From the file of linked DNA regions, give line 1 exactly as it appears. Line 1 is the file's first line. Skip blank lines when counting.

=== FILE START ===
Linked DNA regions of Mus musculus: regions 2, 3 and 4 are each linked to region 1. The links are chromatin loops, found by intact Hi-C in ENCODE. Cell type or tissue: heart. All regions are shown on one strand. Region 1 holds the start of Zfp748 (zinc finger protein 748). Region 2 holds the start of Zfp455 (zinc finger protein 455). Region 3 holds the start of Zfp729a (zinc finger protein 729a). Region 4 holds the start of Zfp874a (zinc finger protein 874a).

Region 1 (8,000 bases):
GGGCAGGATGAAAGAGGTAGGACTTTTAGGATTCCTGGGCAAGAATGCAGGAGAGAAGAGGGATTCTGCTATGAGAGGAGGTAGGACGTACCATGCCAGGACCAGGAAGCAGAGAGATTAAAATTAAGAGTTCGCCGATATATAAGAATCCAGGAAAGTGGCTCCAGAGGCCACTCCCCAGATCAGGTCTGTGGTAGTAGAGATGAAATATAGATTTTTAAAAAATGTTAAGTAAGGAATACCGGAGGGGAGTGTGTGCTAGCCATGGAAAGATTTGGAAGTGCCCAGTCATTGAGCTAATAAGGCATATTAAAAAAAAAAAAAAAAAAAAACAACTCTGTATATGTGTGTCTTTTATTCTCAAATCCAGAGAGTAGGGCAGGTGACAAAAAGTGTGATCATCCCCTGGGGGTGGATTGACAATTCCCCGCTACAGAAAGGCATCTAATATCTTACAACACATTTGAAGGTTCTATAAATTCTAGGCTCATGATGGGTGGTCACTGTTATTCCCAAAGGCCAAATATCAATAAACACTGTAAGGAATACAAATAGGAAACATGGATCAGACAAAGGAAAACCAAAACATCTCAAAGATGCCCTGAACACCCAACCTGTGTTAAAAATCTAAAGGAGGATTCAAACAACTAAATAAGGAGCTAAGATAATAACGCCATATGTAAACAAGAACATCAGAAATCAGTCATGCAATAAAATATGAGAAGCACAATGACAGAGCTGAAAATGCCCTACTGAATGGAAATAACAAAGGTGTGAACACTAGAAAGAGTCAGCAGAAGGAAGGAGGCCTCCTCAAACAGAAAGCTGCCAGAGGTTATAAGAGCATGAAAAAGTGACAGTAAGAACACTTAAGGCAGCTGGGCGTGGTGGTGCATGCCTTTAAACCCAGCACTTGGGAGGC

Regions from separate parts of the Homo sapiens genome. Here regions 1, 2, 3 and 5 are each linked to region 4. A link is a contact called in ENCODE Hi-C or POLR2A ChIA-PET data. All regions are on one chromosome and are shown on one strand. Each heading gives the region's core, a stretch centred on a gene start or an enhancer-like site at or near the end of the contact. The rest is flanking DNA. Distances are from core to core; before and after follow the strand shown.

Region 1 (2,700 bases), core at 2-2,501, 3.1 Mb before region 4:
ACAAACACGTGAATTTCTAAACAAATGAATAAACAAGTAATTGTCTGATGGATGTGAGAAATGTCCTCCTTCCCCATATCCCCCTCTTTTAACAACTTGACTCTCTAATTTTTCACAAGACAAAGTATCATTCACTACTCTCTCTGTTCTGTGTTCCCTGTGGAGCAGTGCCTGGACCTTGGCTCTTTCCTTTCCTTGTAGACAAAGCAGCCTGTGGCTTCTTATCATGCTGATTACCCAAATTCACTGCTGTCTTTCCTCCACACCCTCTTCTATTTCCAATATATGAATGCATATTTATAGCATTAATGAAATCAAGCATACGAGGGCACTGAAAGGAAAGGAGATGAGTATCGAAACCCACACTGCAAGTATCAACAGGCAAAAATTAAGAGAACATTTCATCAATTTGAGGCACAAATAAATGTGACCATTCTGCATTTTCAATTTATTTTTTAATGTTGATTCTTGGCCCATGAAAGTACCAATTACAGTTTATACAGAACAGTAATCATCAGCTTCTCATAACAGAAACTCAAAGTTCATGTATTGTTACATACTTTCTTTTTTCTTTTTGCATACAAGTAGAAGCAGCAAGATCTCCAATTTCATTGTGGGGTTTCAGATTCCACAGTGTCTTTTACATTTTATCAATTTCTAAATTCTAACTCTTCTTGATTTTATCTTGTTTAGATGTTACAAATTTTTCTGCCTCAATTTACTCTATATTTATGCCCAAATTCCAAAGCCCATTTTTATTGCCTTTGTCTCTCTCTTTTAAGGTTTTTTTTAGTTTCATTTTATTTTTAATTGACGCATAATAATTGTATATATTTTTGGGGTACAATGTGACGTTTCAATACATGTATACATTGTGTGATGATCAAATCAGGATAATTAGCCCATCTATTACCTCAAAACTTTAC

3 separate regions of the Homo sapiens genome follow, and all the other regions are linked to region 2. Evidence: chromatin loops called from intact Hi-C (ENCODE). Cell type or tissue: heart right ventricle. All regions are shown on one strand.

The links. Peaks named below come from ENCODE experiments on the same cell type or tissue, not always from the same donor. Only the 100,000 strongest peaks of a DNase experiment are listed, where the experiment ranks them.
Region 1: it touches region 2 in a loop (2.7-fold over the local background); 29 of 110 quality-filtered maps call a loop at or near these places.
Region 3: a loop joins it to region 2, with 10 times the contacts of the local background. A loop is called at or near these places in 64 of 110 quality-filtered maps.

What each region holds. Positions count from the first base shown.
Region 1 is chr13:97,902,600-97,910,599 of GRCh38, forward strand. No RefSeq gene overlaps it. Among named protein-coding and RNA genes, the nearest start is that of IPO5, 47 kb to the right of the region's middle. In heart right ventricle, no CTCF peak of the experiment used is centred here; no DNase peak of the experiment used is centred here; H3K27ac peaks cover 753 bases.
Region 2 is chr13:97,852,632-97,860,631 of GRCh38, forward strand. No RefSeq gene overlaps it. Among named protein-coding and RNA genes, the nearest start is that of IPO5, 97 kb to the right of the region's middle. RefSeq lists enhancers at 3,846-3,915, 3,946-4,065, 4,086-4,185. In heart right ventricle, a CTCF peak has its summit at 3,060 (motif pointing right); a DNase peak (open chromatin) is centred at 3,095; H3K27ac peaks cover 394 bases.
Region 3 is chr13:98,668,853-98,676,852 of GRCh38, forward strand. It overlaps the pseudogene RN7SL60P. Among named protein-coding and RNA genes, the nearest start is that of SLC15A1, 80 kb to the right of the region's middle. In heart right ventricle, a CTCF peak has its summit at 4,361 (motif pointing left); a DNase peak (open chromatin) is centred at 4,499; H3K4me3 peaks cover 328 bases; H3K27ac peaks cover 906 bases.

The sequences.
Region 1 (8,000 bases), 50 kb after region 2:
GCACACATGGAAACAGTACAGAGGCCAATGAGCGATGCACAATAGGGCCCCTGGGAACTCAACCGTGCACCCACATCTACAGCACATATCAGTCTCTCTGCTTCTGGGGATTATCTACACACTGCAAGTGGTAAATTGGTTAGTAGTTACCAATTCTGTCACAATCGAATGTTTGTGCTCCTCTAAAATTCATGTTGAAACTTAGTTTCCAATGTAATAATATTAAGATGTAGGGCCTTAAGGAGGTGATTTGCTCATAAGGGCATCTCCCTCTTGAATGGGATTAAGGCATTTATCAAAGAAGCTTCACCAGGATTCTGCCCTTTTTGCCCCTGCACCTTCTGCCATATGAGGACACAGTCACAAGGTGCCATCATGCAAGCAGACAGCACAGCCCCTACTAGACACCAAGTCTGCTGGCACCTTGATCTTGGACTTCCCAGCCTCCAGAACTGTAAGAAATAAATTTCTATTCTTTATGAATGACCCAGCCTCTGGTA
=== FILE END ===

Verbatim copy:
Linked DNA regions of Mus musculus: regions 2, 3 and 4 are each linked to region 1. The links are chromatin loops, found by intact Hi-C in ENCODE. Cell type or tissue: heart. All regions are shown on one strand. Region 1 holds the start of Zfp748 (zinc finger protein 748). Region 2 holds the start of Zfp455 (zinc finger protein 455). Region 3 holds the start of Zfp729a (zinc finger protein 729a). Region 4 holds the start of Zfp874a (zinc finger protein 874a).